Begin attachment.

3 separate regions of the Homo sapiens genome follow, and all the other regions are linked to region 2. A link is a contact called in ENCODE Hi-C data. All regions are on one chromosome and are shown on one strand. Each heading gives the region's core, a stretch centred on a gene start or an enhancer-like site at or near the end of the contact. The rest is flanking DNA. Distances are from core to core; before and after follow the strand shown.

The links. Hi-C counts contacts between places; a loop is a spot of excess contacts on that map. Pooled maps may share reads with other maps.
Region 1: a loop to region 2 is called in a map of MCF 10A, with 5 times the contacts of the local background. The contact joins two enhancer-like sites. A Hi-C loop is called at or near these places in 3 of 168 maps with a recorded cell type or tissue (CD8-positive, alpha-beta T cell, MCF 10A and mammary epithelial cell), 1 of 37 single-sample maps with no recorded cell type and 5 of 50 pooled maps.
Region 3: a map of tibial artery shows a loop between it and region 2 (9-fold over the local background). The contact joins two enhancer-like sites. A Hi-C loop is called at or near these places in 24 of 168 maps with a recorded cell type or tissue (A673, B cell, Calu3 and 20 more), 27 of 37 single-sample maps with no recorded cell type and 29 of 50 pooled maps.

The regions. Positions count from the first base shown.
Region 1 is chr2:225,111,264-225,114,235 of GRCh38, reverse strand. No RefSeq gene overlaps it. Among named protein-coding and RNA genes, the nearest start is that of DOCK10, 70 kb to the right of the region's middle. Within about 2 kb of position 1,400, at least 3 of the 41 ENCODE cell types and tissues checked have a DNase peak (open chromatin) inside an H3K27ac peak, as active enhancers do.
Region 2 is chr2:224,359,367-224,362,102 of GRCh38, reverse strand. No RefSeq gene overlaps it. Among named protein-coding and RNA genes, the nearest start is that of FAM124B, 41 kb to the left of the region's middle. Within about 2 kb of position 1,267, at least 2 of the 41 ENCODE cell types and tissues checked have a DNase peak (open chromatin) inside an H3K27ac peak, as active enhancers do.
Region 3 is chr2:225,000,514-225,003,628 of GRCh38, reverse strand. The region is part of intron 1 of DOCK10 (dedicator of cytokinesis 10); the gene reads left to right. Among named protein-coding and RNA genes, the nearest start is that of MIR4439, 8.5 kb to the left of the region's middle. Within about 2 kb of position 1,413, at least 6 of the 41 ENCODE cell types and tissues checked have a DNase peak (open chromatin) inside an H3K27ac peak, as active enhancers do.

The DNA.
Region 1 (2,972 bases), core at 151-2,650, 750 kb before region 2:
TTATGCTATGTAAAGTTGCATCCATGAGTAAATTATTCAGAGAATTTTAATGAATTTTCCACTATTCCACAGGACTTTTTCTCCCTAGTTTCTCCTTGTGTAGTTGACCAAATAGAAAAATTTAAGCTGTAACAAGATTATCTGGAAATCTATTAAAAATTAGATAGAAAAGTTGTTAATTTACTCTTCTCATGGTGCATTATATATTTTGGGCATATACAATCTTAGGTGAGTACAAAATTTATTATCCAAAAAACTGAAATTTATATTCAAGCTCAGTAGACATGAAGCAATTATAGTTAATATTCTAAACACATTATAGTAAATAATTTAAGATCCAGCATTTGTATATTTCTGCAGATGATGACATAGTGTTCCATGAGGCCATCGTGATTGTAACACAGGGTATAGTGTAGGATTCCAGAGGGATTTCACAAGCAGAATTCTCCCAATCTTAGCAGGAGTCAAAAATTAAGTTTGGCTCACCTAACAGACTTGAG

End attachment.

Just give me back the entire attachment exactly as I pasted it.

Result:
3 separate regions of the Homo sapiens genome follow, and all the other regions are linked to region 2. A link is a contact called in ENCODE Hi-C data. All regions are on one chromosome and are shown on one strand. Each heading gives the region's core, a stretch centred on a gene start or an enhancer-like site at or near the end of the contact. The rest is flanking DNA. Distances are from core to core; before and after follow the strand shown.

The links. Hi-C counts contacts between places; a loop is a spot of excess contacts on that map. Pooled maps may share reads with other maps.
Region 1: a loop to region 2 is called in a map of MCF 10A, with 5 times the contacts of the local background. The contact joins two enhancer-like sites. A Hi-C loop is called at or near these places in 3 of 168 maps with a recorded cell type or tissue (CD8-positive, alpha-beta T cell, MCF 10A and mammary epithelial cell), 1 of 37 single-sample maps with no recorded cell type and 5 of 50 pooled maps.
Region 3: a map of tibial artery shows a loop between it and region 2 (9-fold over the local background). The contact joins two enhancer-like sites. A Hi-C loop is called at or near these places in 24 of 168 maps with a recorded cell type or tissue (A673, B cell, Calu3 and 20 more), 27 of 37 single-sample maps with no recorded cell type and 29 of 50 pooled maps.

The regions. Positions count from the first base shown.
Region 1 is chr2:225,111,264-225,114,235 of GRCh38, reverse strand. No RefSeq gene overlaps it. Among named protein-coding and RNA genes, the nearest start is that of DOCK10, 70 kb to the right of the region's middle. Within about 2 kb of position 1,400, at least 3 of the 41 ENCODE cell types and tissues checked have a DNase peak (open chromatin) inside an H3K27ac peak, as active enhancers do.
Region 2 is chr2:224,359,367-224,362,102 of GRCh38, reverse strand. No RefSeq gene overlaps it. Among named protein-coding and RNA genes, the nearest start is that of FAM124B, 41 kb to the left of the region's middle. Within about 2 kb of position 1,267, at least 2 of the 41 ENCODE cell types and tissues checked have a DNase peak (open chromatin) inside an H3K27ac peak, as active enhancers do.
Region 3 is chr2:225,000,514-225,003,628 of GRCh38, reverse strand. The region is part of intron 1 of DOCK10 (dedicator of cytokinesis 10); the gene reads left to right. Among named protein-coding and RNA genes, the nearest start is that of MIR4439, 8.5 kb to the left of the region's middle. Within about 2 kb of position 1,413, at least 6 of the 41 ENCODE cell types and tissues checked have a DNase peak (open chromatin) inside an H3K27ac peak, as active enhancers do.

The DNA.
Region 1 (2,972 bases), core at 151-2,650, 750 kb before region 2:
TTATGCTATGTAAAGTTGCATCCATGAGTAAATTATTCAGAGAATTTTAATGAATTTTCCACTATTCCACAGGACTTTTTCTCCCTAGTTTCTCCTTGTGTAGTTGACCAAATAGAAAAATTTAAGCTGTAACAAGATTATCTGGAAATCTATTAAAAATTAGATAGAAAAGTTGTTAATTTACTCTTCTCATGGTGCATTATATATTTTGGGCATATACAATCTTAGGTGAGTACAAAATTTATTATCCAAAAAACTGAAATTTATATTCAAGCTCAGTAGACATGAAGCAATTATAGTTAATATTCTAAACACATTATAGTAAATAATTTAAGATCCAGCATTTGTATATTTCTGCAGATGATGACATAGTGTTCCATGAGGCCATCGTGATTGTAACACAGGGTATAGTGTAGGATTCCAGAGGGATTTCACAAGCAGAATTCTCCCAATCTTAGCAGGAGTCAAAAATTAAGTTTGGCTCACCTAACAGACTTGAG